Allan Cunningham set out to explore the area to the west of Moreton Bay in 1827, crossing to the west of the Great Dividing Range from the Hunter Region and travelling north. In June 1827, Cunningham climbed to the top of Mount Dumaresque (near what is now Clintonvale close to Maryvale) and after wrote in his diary that this lush area was ideal for settlement. Exploring around Mount Dumaresque, Cunningham found a pass, now known as Cunninghams Gap. Cunningham returned to Moreton Bay in 1828 and with Charles Fraser charted the route through the pass to the Darling Downs.[3] Ludwig Leichhardt in 1844 saw the remains of a camp showing the signs of white men through ridge poles and steel axes.

News of the lush pastures quickly spread resulting in a land grab that authorities in the distant New South Wales colony found difficult to stop.[4] Patrick Leslie was the first person to settle on the Darling Downs in 1840, establishing a sheep property at Canning Downs on the Condamine River in 1846. Other well-established residences on the southern downs include Glengallan Homestead, Talgai Homestead, Pringle Cottage and Rosenthal Homestead. One of the first stations to be established was Jimbour House. It was also the point where Leichhardt launched his expedition to the Northern Territory in 1844.[5]

By 1844 there 26 properties including a number of sheep stations with more than 150,000 head.[6] Local aboriginals and European squatters co-settled the area from the late 1840s onwards.[7]

In 1854, Charles Douglas Eastaughffe settled in the area. Spicers Gap Road opened up the area in the 1850s. Later the expansion of Queensland Rail's train networks and Cobb and Co's stagecoach transport greatly assisted access to the region. Gold was found in the district around this time, however it was agricultural activity that provided for the boom times ahead.

The 1891 Australian shearers' strike started at Jondaryan. The Darling Downs experienced a water crisis as the Condamine River dried up during the severe drought of 1994/1995.[8]


The New England Highway, Gore Highway and the Warrego Highway traverse the region. The Leslie Dam, Storm King Dam and the Glenlyon Dam are some of the major water storage facilities in the area.

The Queensland Gas Pipeline oil pipeline and the Roma to Brisbane Pipeline, Australia's first natural gas pipeline both cross the region from west to east. There are a few coal mines and a number of power stations situated on the Downs, including the Millmerran Power Station, Oakey Power Station, Darling Downs Power Station and the Kogan Creek Power Station.

Before European settlement many areas on the Darling Downs were fertile wilderness. For example around Ma Ma Creek, rich swampy wetlands provided a haven for many animal species not currently found on the downs. The Darling Downs Hopping Mouse and Paradise Parrot have both become extinct since cattle farming begun.

The Dingo Fence starts at the town of Jimbour across the country to the Great Australian Bight.


The region is popular with tourists because of its many natural and heritage attractions, including the Goomburra State Forest, Cunninghams Gap, Spicers Gap and the Queen Mary Falls near Killarney in the Main Range National Park. Lake Broadwater is the only natural lake on the tablelands.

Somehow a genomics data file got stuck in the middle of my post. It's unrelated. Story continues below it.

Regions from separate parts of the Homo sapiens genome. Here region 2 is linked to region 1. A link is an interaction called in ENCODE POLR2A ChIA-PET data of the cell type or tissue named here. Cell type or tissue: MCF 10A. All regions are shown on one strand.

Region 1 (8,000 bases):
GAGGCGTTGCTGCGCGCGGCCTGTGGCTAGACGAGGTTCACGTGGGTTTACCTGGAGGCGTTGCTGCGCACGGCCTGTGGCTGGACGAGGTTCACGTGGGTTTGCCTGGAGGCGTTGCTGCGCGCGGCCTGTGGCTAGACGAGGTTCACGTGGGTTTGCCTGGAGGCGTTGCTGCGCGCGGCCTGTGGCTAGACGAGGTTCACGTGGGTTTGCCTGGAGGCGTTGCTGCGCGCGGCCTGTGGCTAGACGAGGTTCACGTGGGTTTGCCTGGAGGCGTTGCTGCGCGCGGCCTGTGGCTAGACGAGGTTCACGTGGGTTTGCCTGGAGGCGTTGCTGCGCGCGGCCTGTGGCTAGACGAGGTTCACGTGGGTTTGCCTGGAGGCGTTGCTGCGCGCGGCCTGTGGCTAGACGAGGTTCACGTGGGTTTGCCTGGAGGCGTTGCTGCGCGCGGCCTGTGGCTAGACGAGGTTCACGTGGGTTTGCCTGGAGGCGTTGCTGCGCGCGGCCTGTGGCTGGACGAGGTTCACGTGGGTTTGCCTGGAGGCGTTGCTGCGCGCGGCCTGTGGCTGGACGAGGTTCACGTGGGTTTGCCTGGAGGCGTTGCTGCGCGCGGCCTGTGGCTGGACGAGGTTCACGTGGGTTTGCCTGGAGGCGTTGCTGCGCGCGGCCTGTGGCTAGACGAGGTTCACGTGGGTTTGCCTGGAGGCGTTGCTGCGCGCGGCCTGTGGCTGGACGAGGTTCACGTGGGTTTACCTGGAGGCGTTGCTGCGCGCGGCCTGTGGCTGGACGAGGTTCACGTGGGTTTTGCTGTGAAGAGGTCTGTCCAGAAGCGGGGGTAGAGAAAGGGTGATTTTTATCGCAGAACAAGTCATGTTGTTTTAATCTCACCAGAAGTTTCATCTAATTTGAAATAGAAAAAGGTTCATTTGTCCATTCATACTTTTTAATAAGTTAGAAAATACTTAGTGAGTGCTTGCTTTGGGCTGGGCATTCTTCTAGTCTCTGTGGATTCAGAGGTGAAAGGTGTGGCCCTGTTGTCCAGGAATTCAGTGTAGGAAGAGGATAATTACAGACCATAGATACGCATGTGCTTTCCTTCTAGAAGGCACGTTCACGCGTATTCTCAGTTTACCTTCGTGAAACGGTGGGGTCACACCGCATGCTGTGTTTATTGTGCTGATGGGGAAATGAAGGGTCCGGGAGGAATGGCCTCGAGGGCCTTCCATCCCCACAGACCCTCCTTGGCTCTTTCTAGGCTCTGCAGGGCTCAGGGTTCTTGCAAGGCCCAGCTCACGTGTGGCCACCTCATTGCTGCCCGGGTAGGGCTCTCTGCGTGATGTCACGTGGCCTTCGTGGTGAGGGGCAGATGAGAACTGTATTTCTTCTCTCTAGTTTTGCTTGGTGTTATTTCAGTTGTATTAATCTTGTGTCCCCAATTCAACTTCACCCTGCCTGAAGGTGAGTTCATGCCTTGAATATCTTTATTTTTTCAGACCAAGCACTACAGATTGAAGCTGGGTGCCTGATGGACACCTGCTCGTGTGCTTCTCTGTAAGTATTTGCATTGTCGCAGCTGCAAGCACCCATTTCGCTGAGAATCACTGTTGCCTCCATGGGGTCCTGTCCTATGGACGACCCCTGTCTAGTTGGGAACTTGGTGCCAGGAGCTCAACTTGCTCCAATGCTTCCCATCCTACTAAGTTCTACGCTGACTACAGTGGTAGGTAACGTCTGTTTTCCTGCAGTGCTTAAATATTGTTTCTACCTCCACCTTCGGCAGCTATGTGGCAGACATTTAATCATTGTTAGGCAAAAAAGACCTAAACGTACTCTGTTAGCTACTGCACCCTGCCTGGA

The town of Jandowae gained fame after offering vacant blocks of land for just $1. This was done to encourage residents to settle in the small town which had less than 1,000 people in 2001.

The Cobb & Co Museum has displays of horse-drawn vehicles and material on the history of the Darling Downs. The region has also a small zoo, Darling Downs Zoo near Clifton.

The region has uncovered important megafauna fossil finds.[9] The rich discoveries have lent weight to the theory that humans were not a factor in the extinction of the ancient megafauna species.[10]

Darling Downs viewed from the Bunya Mountains.

In fiction[edit]

Steele Rudd (Arthur Davis) wrote a series of comic novels on rural life, starting with On Our Selection (1899), about Dad, Mother and Dave Rudd of Snake Gully. The Rudds had four (or six) acres adjoining a sheep run in Darling Downs. They were made into films and a radio series.

See also[edit]


  1. ^ Australian Bureau of Statistics (31 March 2011). "Regional Population Growth, Australia, 2009–10". Retrieved 11 June 2011. 
  2. ^ a b "Darling Downs". Encyclopædia Britannica. Retrieved 6 November 2010. 
  3. ^ Lee, Ida (1925), Early Explorers In Australia, Methuen, retrieved 9 November 2012 
  4. ^ Evans, Raymond (2007). A History of Queensland. Port Melbourne, Victoria: Cambridge University Press. pp. 51–52. ISBN 978-0-521-87692-6. 
  5. ^ Cook, Penny (2006). Discover Queensland Heritage. Corinda, Queensland: Pictorial Press Australia. p. 9. ISBN 1876561424. 
  6. ^ Parsonson, Ian (1998). The Australian Ark: A History of Domesticated Animals in Australia. Csiro Publishing. p. 83. ISBN 0643102388. Retrieved 20 October 2013. 
  7. ^ May, Dawn (1994). Aboriginal Labour and the Cattle Industry: Queensland from White Settlement to the Present. CUP Archive. p. 40. ISBN 0521469155. Retrieved 20 October 2013. 
  8. ^ Collie, Gordon. Water crisis threatens towns. The Courier Mail p. 3. 3 June 1995.
  9. ^ "Australia's fossil past". Retrieved 2008-06-23. 
  10. ^ "Study clears humans over megafauna extinction". ABC News. 30 May 2005. Retrieved 2008-06-24. 

External links[edit]

Coordinates: 27°49′14.45″S 151°38′08.51″E / 27.8206806°S 151.6356972°E / -27.8206806; 151.6356972